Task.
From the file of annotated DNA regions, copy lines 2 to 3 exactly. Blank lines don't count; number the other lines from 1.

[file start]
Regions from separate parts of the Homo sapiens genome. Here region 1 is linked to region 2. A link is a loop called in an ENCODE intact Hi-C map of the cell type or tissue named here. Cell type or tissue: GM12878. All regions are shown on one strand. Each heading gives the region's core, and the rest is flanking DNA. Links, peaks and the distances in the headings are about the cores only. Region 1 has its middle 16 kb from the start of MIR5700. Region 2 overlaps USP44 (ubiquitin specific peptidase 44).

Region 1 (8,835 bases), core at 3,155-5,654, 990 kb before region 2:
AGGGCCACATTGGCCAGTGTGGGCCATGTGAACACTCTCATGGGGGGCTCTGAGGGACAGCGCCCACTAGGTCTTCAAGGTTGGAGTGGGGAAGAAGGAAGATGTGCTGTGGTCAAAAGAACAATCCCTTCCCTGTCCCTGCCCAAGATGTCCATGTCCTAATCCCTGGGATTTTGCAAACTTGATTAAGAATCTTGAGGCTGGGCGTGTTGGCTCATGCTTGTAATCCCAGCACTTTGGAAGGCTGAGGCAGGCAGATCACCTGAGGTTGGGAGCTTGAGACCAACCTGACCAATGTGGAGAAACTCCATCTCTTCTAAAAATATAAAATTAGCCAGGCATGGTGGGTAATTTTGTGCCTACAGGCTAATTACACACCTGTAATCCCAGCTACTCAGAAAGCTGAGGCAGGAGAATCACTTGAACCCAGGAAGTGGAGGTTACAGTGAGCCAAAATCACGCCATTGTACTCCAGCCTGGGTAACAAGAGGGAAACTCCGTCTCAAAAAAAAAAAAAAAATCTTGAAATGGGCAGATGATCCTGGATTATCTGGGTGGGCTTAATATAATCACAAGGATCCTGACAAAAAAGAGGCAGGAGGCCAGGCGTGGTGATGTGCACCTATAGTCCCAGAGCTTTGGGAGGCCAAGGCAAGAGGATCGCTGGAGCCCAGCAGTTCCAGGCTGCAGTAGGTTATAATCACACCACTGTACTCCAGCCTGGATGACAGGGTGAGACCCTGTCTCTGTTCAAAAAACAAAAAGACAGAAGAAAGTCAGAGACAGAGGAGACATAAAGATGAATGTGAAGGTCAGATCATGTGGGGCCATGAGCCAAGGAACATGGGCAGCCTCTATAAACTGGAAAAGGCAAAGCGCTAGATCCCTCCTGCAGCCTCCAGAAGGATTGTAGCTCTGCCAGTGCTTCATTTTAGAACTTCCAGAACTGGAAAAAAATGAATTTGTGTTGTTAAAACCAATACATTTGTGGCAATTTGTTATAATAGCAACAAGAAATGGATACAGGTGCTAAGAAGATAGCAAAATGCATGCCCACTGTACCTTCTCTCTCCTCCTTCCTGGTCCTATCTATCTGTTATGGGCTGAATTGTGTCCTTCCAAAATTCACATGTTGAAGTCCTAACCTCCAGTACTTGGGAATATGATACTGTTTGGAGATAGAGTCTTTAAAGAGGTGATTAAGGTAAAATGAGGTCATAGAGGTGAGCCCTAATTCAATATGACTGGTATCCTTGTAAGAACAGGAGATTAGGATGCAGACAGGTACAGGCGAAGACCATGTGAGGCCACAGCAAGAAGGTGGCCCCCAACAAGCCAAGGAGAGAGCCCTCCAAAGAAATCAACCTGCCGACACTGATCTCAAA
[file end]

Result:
Region 1 (8,835 bases), core at 3,155-5,654, 990 kb before region 2:
AGGGCCACATTGGCCAGTGTGGGCCATGTGAACACTCTCATGGGGGGCTCTGAGGGACAGCGCCCACTAGGTCTTCAAGGTTGGAGTGGGGAAGAAGGAAGATGTGCTGTGGTCAAAAGAACAATCCCTTCCCTGTCCCTGCCCAAGATGTCCATGTCCTAATCCCTGGGATTTTGCAAACTTGATTAAGAATCTTGAGGCTGGGCGTGTTGGCTCATGCTTGTAATCCCAGCACTTTGGAAGGCTGAGGCAGGCAGATCACCTGAGGTTGGGAGCTTGAGACCAACCTGACCAATGTGGAGAAACTCCATCTCTTCTAAAAATATAAAATTAGCCAGGCATGGTGGGTAATTTTGTGCCTACAGGCTAATTACACACCTGTAATCCCAGCTACTCAGAAAGCTGAGGCAGGAGAATCACTTGAACCCAGGAAGTGGAGGTTACAGTGAGCCAAAATCACGCCATTGTACTCCAGCCTGGGTAACAAGAGGGAAACTCCGTCTCAAAAAAAAAAAAAAAATCTTGAAATGGGCAGATGATCCTGGATTATCTGGGTGGGCTTAATATAATCACAAGGATCCTGACAAAAAAGAGGCAGGAGGCCAGGCGTGGTGATGTGCACCTATAGTCCCAGAGCTTTGGGAGGCCAAGGCAAGAGGATCGCTGGAGCCCAGCAGTTCCAGGCTGCAGTAGGTTATAATCACACCACTGTACTCCAGCCTGGATGACAGGGTGAGACCCTGTCTCTGTTCAAAAAACAAAAAGACAGAAGAAAGTCAGAGACAGAGGAGACATAAAGATGAATGTGAAGGTCAGATCATGTGGGGCCATGAGCCAAGGAACATGGGCAGCCTCTATAAACTGGAAAAGGCAAAGCGCTAGATCCCTCCTGCAGCCTCCAGAAGGATTGTAGCTCTGCCAGTGCTTCATTTTAGAACTTCCAGAACTGGAAAAAAATGAATTTGTGTTGTTAAAACCAATACATTTGTGGCAATTTGTTATAATAGCAACAAGAAATGGATACAGGTGCTAAGAAGATAGCAAAATGCATGCCCACTGTACCTTCTCTCTCCTCCTTCCTGGTCCTATCTATCTGTTATGGGCTGAATTGTGTCCTTCCAAAATTCACATGTTGAAGTCCTAACCTCCAGTACTTGGGAATATGATACTGTTTGGAGATAGAGTCTTTAAAGAGGTGATTAAGGTAAAATGAGGTCATAGAGGTGAGCCCTAATTCAATATGACTGGTATCCTTGTAAGAACAGGAGATTAGGATGCAGACAGGTACAGGCGAAGACCATGTGAGGCCACAGCAAGAAGGTGGCCCCCAACAAGCCAAGGAGAGAGCCCTCCAAAGAAATCAACCTGCCGACACTGATCTCAAA